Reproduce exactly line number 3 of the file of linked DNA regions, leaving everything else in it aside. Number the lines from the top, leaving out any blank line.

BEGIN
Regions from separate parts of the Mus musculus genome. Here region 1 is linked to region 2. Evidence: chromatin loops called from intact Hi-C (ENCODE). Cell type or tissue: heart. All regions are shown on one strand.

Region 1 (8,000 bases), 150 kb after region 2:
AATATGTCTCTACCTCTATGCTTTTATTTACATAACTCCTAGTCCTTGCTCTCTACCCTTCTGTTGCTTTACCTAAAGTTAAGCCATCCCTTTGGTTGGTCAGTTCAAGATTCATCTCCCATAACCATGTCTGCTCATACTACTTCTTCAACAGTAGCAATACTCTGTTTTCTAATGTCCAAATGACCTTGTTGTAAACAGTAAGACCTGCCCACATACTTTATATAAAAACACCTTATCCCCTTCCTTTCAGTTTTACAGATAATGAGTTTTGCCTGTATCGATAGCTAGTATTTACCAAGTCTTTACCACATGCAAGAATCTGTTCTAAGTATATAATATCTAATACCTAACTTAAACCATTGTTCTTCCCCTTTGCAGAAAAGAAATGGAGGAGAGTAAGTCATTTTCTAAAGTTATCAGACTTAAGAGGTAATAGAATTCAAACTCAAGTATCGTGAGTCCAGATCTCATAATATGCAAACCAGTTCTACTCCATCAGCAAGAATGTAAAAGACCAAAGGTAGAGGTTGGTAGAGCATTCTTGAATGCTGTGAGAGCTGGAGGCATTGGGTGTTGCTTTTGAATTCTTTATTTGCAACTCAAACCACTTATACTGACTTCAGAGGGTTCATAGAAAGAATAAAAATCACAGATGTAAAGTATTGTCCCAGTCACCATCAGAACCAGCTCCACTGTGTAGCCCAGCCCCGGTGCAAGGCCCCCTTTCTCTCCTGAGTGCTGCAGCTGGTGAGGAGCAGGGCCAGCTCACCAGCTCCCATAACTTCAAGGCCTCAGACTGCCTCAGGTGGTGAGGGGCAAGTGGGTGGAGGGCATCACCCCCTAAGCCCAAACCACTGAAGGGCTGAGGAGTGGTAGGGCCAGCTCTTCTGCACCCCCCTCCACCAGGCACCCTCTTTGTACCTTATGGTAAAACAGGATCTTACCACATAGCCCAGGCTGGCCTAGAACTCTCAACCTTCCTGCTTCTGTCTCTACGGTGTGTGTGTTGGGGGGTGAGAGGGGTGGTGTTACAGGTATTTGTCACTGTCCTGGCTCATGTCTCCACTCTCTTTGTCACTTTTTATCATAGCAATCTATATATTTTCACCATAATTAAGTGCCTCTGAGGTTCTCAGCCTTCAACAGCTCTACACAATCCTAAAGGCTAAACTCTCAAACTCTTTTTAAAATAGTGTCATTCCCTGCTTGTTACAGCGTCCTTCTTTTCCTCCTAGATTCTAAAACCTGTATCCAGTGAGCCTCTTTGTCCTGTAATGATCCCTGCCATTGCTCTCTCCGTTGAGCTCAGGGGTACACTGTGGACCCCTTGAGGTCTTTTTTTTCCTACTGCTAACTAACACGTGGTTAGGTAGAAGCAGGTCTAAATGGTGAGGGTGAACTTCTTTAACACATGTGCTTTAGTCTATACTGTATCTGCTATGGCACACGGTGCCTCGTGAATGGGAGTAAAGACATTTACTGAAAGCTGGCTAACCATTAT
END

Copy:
AATATGTCTCTACCTCTATGCTTTTATTTACATAACTCCTAGTCCTTGCTCTCTACCCTTCTGTTGCTTTACCTAAAGTTAAGCCATCCCTTTGGTTGGTCAGTTCAAGATTCATCTCCCATAACCATGTCTGCTCATACTACTTCTTCAACAGTAGCAATACTCTGTTTTCTAATGTCCAAATGACCTTGTTGTAAACAGTAAGACCTGCCCACATACTTTATATAAAAACACCTTATCCCCTTCCTTTCAGTTTTACAGATAATGAGTTTTGCCTGTATCGATAGCTAGTATTTACCAAGTCTTTACCACATGCAAGAATCTGTTCTAAGTATATAATATCTAATACCTAACTTAAACCATTGTTCTTCCCCTTTGCAGAAAAGAAATGGAGGAGAGTAAGTCATTTTCTAAAGTTATCAGACTTAAGAGGTAATAGAATTCAAACTCAAGTATCGTGAGTCCAGATCTCATAATATGCAAACCAGTTCTACTCCATCAGCAAGAATGTAAAAGACCAAAGGTAGAGGTTGGTAGAGCATTCTTGAATGCTGTGAGAGCTGGAGGCATTGGGTGTTGCTTTTGAATTCTTTATTTGCAACTCAAACCACTTATACTGACTTCAGAGGGTTCATAGAAAGAATAAAAATCACAGATGTAAAGTATTGTCCCAGTCACCATCAGAACCAGCTCCACTGTGTAGCCCAGCCCCGGTGCAAGGCCCCCTTTCTCTCCTGAGTGCTGCAGCTGGTGAGGAGCAGGGCCAGCTCACCAGCTCCCATAACTTCAAGGCCTCAGACTGCCTCAGGTGGTGAGGGGCAAGTGGGTGGAGGGCATCACCCCCTAAGCCCAAACCACTGAAGGGCTGAGGAGTGGTAGGGCCAGCTCTTCTGCACCCCCCTCCACCAGGCACCCTCTTTGTACCTTATGGTAAAACAGGATCTTACCACATAGCCCAGGCTGGCCTAGAACTCTCAACCTTCCTGCTTCTGTCTCTACGGTGTGTGTGTTGGGGGGTGAGAGGGGTGGTGTTACAGGTATTTGTCACTGTCCTGGCTCATGTCTCCACTCTCTTTGTCACTTTTTATCATAGCAATCTATATATTTTCACCATAATTAAGTGCCTCTGAGGTTCTCAGCCTTCAACAGCTCTACACAATCCTAAAGGCTAAACTCTCAAACTCTTTTTAAAATAGTGTCATTCCCTGCTTGTTACAGCGTCCTTCTTTTCCTCCTAGATTCTAAAACCTGTATCCAGTGAGCCTCTTTGTCCTGTAATGATCCCTGCCATTGCTCTCTCCGTTGAGCTCAGGGGTACACTGTGGACCCCTTGAGGTCTTTTTTTTCCTACTGCTAACTAACACGTGGTTAGGTAGAAGCAGGTCTAAATGGTGAGGGTGAACTTCTTTAACACATGTGCTTTAGTCTATACTGTATCTGCTATGGCACACGGTGCCTCGTGAATGGGAGTAAAGACATTTACTGAAAGCTGGCTAACCATTAT